Shaker Candle Box

Back in colonial days, if you were a guest visiting someone’s house you might see a box similar to this one. It was reserved for the special candles made of beeswax or bayberry. These candle were bright and had a pleasant odor. Unlike todays paraffin wax candles, the common everyday candle in pre-electric days were tallow candles. These were dim and sooty but were cheap.This box was based after a Shaker design. Shakers were a religious group, and their correct title is actually,The United Society of Believers in Christ’s Second Appearing. However, outsiders nicknamed them Shakers because at one time their practice of singing and dancing involved a lot of movement. Hmmmm….maybe there is something to furniture making and dancing after all?

They believed to make furniture it had to be well constructed but not too ornate. If a piece was too lavish they felt it encouraged the sin of pride. Shaker furniture makers focused on overall form and proportions. Using proper size and dimensions, they could create a seemingly simplistic piece that was practical yet pleasing to the eyes without resorting to pure decoration.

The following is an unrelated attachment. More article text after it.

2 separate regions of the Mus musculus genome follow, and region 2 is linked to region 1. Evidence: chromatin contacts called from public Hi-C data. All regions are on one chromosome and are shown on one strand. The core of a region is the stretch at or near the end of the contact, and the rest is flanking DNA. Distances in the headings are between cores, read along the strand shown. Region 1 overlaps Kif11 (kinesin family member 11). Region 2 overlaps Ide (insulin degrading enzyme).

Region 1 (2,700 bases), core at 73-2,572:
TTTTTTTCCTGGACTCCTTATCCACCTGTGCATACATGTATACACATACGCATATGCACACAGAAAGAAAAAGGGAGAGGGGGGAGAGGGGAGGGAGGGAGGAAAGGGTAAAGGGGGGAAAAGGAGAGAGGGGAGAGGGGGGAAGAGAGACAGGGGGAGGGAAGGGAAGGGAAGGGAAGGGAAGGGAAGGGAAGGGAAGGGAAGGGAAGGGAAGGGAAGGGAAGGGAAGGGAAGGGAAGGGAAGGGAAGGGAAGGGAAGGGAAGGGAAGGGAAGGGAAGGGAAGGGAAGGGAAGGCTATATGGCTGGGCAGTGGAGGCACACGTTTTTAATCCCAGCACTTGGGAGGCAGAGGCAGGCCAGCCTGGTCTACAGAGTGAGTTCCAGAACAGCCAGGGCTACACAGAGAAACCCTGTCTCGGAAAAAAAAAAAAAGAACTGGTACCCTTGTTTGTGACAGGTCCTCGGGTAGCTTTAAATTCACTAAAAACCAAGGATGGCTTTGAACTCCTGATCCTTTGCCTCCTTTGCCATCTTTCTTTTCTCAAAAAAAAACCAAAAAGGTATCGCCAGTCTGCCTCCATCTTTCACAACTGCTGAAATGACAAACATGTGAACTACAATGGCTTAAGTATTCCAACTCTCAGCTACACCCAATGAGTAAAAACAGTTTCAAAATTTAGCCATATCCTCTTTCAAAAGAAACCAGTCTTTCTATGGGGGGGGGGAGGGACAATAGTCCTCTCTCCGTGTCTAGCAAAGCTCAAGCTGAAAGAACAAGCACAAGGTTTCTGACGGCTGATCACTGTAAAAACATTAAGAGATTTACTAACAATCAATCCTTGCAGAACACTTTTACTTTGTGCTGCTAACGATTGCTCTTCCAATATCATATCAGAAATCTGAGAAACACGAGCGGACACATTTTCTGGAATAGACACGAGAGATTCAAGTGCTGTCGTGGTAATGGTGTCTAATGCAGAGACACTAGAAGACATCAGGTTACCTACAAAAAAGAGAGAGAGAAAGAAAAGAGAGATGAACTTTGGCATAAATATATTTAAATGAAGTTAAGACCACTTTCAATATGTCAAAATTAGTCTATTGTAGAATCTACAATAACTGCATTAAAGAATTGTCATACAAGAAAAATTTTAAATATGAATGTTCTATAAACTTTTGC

Embracing  one of the beliefs of the Shakers, “Put your hands to work, and your heart to God.”  I tried to adopt this mental state of mind in the construction of my box. This box was made using only hand tools. I used my Stanley 148 to plow groves into a board, creating the placement for the lid and bottom. The sides were then cut on my miter box.  Thetop was an enjoyable challenge. I used two hand planes. A shoulder plane to create the rabbet which mates with the grooves on the box. And a Stanley 78 rabbet plane to form the raised panel effect. I completed the box with pegs that slightly protrude the sides giving it a twist to the commonly flush fitting pegs.The box has walnut for the lid and pegs, and gummy cherry for the sides.

The Shaker’s method of construction using only hand tools and focusing on the connection of the wood from nature to product did give me a kind of spiritual connection with all things created. Whether or not the box meets the standards of the unsophisticated, simplistic look of the Shakers will be something that perhaps we do not share. However, the one thing we do have in common is at the end of the day, we rejoice, sing and SHAKE IT!

Okay, go dance now people!